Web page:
Friday, March 15, 2013

Welcome to the Read Rinaldo Blog. Over the next several weeks this site will analyze different people involved in the Mountain Meadows Massacre of 1857. This week, WOMEN VICTIMS.


The Church of Jesus Christ of Latter-day Saints (LDS or Mormon) began in rural New York, moved to Kirtland, Ohio, then to Nauvoo, Illinois before stopping in Utah Territory. The LDS experienced a great deal of persecution at each location before settling in the distant and unpopulated Utah Territory. The persecution in Illinois included gunfights between locals and the Mormon Militia, eventually named Avenging Angels or Danites. The Mormons stockpiled weapons for these encounters. Having to guess at the cause of these fights from what I know about humans, I suspect the locals and the Mormons share fault for reaching this level of violence. Prophet Joseph Smith, LDS originator and leader, died when a mob of gentiles lynched him (Mormons define gentiles as non-Mormons). Brigham Young filled the void atop the LDS hierarchy and moved the Church to Utah.

During Brigham's leadership, approximately 150 Arkansans were slaughtered during a four day siege of their encampment in 1857. Eerily, though the siege lasted from September 7th to September 11th, nearly all of the emigrants died on September 11th. This ranked as the most deadly killing of Americans by Americans outside of the Civil War until the Oklahoma City bombing in 1995. Local Mormons allegedly committed this atrocity. In 1999 two men digging with a backhoe unearthed bones at Mountain Meadows. Forensic scientists flocked to the area to quickly study the remains. Within days Governor Mike Leavitt ordered the bones reburied. Interestingly, Mike Leavitt is allegedly a direct descendant of one of the killers at Mountain Meadows in 1857. Mormons consider lineage of vital importance, and one's ancestry is something a faithful Mormon would definitely know. Please note that despite Mormons blaming local Paiute Indians for the killings, the scientists definitively concluded that every death they could account for happened with bullets, something the Paiute tribes in the area did not possess. Science, the limited federal investigation in the years following the massacre, and the surviving historical record irrefutably declares that Mormons killed these travelers. In 2007 the LDS officially expressed regret that the local Mormons participated in the massacre, but failed to admit sanctioning these murders.


After the Arkansan emigrants agreed to John Doyle Lee's truce [read more about John D. Lee below], the Mormons led the children out of Mountain Meadows followed a quarter of a mile farther back by the women. While the men had individual armed escorts another quarter mile behind, the Arkansan women well outnumbered their escorts. Living in Arkansas during the 1850s meant suffering through Indian attacks. This experience served the women at Mountain Meadows. When the "escorts" began shooting many of the women chose to run, rather than freeze.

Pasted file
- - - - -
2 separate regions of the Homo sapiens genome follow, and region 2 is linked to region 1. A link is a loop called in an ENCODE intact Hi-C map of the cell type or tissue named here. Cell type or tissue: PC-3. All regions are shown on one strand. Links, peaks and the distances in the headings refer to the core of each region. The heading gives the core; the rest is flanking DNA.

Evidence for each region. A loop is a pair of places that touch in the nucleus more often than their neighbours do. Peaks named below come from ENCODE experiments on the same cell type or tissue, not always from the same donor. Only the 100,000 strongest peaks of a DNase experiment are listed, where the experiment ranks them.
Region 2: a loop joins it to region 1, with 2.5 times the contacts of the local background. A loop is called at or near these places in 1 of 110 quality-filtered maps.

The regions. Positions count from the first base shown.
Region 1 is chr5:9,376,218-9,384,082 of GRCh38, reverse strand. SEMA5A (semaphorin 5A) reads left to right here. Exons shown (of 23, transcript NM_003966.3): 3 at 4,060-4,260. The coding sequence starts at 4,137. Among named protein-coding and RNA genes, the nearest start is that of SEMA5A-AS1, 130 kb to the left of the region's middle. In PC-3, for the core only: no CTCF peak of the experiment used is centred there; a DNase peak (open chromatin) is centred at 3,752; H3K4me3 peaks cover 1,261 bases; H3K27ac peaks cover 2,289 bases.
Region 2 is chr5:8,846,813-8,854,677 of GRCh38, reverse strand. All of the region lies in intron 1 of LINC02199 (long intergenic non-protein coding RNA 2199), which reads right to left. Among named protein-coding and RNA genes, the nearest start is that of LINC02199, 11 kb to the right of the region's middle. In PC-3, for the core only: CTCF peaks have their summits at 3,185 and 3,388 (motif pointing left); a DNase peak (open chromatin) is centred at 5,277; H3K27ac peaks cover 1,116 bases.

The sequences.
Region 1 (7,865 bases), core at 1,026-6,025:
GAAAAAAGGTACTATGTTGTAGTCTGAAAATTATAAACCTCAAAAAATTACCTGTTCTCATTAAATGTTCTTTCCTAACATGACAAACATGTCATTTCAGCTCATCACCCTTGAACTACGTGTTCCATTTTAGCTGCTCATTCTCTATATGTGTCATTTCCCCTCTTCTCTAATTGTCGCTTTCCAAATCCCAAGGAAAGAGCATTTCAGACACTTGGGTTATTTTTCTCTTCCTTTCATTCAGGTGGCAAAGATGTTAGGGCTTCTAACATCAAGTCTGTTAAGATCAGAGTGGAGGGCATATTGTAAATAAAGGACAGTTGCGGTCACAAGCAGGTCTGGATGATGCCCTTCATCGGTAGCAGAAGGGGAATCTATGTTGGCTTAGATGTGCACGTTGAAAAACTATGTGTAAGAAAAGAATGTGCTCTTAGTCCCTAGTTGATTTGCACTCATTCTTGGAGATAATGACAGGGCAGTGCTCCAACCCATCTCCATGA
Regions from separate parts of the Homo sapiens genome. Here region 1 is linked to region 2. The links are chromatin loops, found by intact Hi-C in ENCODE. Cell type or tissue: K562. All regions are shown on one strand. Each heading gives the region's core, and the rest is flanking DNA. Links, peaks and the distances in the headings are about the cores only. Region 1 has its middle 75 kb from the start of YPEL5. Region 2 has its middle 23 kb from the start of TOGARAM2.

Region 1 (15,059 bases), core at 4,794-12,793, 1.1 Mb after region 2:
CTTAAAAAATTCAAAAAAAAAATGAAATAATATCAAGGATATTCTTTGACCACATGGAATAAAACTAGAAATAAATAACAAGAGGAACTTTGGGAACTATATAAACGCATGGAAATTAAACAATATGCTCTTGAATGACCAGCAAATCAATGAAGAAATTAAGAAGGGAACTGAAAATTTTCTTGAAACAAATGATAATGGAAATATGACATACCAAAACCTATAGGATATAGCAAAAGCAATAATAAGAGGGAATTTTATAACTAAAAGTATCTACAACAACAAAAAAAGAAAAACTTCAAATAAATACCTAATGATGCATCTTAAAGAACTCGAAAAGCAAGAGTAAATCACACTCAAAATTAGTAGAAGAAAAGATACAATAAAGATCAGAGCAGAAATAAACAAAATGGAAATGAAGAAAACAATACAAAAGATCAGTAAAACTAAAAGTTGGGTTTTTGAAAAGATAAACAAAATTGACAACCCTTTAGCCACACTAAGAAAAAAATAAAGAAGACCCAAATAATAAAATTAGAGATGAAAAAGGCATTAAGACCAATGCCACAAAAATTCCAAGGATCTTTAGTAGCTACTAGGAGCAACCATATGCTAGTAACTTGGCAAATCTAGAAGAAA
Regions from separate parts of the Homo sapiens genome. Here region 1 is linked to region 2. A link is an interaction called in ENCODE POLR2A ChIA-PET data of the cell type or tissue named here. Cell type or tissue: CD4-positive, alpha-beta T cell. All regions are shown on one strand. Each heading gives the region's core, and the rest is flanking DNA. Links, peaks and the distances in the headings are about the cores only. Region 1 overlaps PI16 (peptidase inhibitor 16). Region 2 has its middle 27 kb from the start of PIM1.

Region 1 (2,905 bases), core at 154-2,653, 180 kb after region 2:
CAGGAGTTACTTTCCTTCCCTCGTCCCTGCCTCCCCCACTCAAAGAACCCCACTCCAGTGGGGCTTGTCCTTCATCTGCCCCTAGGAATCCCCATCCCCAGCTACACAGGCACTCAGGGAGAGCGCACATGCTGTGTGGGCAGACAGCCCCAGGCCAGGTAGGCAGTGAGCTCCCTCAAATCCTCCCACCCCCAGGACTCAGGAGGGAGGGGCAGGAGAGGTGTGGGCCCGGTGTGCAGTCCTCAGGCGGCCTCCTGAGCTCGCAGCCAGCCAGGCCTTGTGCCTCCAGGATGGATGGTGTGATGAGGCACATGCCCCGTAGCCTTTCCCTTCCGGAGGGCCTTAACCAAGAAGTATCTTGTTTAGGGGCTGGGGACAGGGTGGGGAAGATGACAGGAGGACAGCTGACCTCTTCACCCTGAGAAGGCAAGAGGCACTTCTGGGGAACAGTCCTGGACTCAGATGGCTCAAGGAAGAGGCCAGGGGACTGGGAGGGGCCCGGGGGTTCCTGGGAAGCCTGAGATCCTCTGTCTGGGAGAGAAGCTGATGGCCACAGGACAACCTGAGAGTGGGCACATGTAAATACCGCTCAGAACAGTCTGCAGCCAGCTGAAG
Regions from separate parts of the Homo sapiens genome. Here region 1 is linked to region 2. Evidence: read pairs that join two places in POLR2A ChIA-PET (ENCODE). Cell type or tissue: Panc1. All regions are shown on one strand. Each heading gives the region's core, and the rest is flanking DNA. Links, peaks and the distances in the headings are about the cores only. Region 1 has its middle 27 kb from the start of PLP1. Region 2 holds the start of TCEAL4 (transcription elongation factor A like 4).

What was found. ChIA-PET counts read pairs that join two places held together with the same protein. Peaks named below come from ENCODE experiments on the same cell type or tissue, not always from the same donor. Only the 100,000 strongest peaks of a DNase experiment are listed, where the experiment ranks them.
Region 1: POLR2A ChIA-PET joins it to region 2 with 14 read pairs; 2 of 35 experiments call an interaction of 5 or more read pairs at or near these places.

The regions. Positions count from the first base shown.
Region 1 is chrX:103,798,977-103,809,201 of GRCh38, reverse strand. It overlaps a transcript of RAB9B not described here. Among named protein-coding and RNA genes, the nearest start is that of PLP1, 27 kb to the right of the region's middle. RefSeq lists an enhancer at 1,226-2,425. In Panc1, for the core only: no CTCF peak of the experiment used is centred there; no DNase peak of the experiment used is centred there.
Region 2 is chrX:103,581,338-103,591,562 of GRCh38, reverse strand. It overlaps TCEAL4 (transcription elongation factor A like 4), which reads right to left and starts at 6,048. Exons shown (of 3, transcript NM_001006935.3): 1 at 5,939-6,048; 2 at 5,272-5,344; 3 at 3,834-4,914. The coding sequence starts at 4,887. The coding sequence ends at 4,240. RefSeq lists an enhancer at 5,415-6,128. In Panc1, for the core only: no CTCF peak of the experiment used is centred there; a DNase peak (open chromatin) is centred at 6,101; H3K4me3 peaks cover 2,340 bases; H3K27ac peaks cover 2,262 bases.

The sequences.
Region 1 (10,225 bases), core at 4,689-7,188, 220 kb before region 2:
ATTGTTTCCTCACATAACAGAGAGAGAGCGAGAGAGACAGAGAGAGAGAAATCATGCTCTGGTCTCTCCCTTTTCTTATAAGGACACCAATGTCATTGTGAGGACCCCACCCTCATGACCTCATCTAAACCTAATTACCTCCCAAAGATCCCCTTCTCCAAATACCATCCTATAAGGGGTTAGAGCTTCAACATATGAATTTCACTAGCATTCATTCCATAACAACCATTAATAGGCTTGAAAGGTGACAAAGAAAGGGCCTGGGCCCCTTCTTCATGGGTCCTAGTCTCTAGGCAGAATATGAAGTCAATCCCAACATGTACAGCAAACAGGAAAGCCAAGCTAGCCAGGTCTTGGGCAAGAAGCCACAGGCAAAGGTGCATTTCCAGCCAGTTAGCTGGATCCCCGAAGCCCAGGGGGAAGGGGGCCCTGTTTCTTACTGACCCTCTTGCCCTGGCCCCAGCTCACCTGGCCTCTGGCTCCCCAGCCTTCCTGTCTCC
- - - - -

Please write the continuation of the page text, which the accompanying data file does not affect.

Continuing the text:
Witnesses seeing Mountain Meadows in the years immediately after the massacre described female hair and clothing still hanging from shrubs at the edge of the clearing. Not hard to image the chaos after the initial shots rang out. Naturally the women would head for the closest concealing feature. Rather than reload or risk missing a moving target, the murderers chased down the fleeing women.

Stories have survived that tell of the women being raped and forced to dance around naked for the amusement of their Mormon captors. The women allegedly begged for their lives and promised themselves to any man willing to have them if they could only live. None of them survived.

Not enough is known about these strong women. They lived through Indian attacks in Arkansas, presumably fought back, traveled on foot, horseback, or in a wagon across most of North America, survived a four-day siege under heavy fire, only to be shot on their way to a new life.

Remembering these women as half-starved and exhausted while begging for their lives is a disservice to their memory. I prefer to think of these women as strong optimists willing to move from Arkansas to California for a better life. These women had carved a life on the frontier in Arkansas and agreed to start again in the newly settled land of California. They took cattle with them to California because they wanted to sell beef to the people flowing to the west coast for the gold rush. In my mind, these women possessed strength a person alive today can hardly imagine. Moving anywhere in the US today will have a great many similarities to the place you live now [McDonalds, Taco Bell, mega-groceries]. For these women the plants and landscape would be a completely foreign world, and yet they saw opportunity, not disaster.

The legacy of the women murdered at Mountain Meadows should be one of strength and courage.

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